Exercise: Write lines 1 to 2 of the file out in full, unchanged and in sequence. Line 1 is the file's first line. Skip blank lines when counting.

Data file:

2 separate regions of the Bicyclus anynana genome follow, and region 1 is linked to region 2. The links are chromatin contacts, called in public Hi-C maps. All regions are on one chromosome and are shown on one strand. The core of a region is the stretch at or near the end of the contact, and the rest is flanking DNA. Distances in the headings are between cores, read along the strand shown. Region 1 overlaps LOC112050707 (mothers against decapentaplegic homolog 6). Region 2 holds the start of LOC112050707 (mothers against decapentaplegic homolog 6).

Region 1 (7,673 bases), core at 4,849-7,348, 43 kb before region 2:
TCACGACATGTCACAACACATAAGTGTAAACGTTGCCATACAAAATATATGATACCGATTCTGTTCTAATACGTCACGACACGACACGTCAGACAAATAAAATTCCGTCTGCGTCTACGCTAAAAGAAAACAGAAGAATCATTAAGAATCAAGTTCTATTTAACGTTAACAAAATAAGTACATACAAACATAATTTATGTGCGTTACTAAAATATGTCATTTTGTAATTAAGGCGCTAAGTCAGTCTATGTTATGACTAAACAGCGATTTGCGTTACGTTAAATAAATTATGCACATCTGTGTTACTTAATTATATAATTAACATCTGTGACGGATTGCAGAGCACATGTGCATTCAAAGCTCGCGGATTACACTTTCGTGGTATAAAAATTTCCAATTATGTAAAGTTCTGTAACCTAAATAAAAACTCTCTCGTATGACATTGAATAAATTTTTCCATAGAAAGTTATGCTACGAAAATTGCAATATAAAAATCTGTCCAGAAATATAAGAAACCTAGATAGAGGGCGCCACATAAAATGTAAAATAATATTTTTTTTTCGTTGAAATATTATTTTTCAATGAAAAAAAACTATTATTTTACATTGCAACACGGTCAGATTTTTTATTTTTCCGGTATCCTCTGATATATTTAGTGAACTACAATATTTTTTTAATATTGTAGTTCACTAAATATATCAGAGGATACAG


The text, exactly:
2 separate regions of the Bicyclus anynana genome follow, and region 1 is linked to region 2. The links are chromatin contacts, called in public Hi-C maps. All regions are on one chromosome and are shown on one strand. The core of a region is the stretch at or near the end of the contact, and the rest is flanking DNA. Distances in the headings are between cores, read along the strand shown. Region 1 overlaps LOC112050707 (mothers against decapentaplegic homolog 6). Region 2 holds the start of LOC112050707 (mothers against decapentaplegic homolog 6).

Region 1 (7,673 bases), core at 4,849-7,348, 43 kb before region 2: